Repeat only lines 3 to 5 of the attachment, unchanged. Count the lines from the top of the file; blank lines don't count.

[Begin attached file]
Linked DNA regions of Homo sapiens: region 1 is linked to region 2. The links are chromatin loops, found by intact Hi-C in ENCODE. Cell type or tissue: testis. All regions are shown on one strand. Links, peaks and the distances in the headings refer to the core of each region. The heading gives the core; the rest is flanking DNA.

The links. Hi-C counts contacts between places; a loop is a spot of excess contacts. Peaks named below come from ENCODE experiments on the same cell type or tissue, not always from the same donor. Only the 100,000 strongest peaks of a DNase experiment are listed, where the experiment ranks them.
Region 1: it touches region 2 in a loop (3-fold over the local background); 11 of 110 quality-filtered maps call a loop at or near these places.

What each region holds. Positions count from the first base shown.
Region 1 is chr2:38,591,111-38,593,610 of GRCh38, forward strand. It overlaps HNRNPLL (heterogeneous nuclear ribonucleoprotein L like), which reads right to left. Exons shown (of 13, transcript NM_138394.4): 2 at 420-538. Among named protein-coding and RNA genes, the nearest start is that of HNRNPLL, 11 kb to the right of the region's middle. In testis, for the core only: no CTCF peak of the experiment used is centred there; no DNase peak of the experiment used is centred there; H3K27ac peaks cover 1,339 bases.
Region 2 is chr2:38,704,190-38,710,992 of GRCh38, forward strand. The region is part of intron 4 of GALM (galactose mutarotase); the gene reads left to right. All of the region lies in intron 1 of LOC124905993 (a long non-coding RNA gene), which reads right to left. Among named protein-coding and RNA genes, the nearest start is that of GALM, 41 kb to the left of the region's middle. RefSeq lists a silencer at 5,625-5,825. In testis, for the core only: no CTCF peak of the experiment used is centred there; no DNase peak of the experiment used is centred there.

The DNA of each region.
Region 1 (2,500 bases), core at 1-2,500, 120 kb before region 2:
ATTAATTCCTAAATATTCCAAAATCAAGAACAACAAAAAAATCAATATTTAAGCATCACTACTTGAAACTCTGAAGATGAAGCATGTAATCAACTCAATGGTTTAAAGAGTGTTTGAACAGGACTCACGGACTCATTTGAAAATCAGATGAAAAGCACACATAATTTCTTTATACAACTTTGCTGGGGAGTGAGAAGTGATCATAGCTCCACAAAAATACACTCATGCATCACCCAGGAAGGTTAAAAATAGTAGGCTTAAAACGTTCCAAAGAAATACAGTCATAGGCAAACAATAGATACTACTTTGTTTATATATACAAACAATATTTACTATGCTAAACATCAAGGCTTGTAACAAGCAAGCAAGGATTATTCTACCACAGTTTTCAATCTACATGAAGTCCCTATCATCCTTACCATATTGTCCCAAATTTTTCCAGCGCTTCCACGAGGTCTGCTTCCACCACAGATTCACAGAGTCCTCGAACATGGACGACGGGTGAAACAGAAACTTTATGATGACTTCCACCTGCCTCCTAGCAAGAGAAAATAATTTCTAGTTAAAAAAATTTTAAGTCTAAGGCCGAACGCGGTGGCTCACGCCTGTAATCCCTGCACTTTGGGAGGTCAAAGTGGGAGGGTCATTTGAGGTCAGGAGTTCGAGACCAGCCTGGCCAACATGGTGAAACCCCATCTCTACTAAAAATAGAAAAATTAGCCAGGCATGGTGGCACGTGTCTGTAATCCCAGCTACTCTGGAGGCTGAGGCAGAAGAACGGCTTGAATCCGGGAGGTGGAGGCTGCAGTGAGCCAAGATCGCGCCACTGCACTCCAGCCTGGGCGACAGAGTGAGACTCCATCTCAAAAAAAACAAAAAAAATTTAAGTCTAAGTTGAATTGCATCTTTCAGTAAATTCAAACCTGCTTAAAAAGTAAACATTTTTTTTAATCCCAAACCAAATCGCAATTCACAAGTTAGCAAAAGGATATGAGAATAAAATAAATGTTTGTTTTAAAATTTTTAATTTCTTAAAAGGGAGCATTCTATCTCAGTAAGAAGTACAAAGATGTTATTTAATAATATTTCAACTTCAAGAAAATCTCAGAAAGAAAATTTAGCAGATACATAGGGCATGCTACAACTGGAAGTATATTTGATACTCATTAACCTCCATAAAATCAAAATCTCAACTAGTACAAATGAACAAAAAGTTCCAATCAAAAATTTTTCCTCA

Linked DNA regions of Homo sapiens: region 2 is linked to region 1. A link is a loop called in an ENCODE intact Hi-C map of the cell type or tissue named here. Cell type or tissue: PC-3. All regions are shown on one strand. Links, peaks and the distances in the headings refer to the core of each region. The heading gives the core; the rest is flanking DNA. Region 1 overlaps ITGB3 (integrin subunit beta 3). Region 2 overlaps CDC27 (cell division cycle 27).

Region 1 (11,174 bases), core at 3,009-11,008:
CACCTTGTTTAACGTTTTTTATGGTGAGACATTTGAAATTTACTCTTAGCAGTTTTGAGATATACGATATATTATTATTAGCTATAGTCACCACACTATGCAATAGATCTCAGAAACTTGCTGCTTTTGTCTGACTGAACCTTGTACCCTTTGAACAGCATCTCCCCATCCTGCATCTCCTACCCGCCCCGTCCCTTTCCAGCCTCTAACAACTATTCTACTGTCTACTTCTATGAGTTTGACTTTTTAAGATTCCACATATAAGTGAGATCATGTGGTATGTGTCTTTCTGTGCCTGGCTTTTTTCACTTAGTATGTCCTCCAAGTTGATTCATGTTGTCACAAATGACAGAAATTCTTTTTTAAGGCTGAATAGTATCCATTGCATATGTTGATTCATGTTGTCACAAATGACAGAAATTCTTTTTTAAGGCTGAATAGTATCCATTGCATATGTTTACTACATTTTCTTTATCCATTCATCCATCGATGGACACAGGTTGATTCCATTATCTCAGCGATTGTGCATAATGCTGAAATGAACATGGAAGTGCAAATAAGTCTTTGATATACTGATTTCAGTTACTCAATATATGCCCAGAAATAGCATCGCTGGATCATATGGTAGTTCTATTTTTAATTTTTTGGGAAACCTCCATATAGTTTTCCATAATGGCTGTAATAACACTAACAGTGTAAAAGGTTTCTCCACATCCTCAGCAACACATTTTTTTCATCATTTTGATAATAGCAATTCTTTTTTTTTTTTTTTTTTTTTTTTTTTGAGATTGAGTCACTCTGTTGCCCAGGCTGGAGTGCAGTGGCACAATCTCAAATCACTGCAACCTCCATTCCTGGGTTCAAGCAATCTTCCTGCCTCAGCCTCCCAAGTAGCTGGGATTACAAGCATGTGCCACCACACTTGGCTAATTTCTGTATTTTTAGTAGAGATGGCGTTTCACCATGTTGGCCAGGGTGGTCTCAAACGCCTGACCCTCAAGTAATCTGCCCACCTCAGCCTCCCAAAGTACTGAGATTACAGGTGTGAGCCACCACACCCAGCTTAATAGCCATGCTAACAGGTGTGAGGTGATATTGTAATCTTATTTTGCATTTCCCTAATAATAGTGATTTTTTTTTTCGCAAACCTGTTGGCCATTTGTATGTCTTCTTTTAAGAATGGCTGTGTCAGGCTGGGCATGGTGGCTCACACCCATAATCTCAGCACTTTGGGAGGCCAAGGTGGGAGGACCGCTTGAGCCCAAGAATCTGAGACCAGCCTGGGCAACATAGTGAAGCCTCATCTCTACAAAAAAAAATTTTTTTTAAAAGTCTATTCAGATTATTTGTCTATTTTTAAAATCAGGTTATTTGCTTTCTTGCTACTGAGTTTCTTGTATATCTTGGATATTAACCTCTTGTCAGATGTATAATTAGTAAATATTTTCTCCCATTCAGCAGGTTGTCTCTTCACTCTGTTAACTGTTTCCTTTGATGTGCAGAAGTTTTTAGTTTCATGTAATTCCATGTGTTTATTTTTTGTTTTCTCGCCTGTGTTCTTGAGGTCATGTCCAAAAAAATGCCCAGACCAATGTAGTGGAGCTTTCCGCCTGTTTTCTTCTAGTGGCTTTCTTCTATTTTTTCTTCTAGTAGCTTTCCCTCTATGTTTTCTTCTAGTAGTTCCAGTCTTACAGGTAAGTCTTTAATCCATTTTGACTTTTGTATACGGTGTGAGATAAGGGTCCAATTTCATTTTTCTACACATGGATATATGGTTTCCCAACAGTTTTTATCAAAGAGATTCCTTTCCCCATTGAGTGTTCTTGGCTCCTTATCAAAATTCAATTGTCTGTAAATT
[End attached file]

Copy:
Region 1: it touches region 2 in a loop (3-fold over the local background); 11 of 110 quality-filtered maps call a loop at or near these places.

What each region holds. Positions count from the first base shown.
Region 1 is chr2:38,591,111-38,593,610 of GRCh38, forward strand. It overlaps HNRNPLL (heterogeneous nuclear ribonucleoprotein L like), which reads right to left. Exons shown (of 13, transcript NM_138394.4): 2 at 420-538. Among named protein-coding and RNA genes, the nearest start is that of HNRNPLL, 11 kb to the right of the region's middle. In testis, for the core only: no CTCF peak of the experiment used is centred there; no DNase peak of the experiment used is centred there; H3K27ac peaks cover 1,339 bases.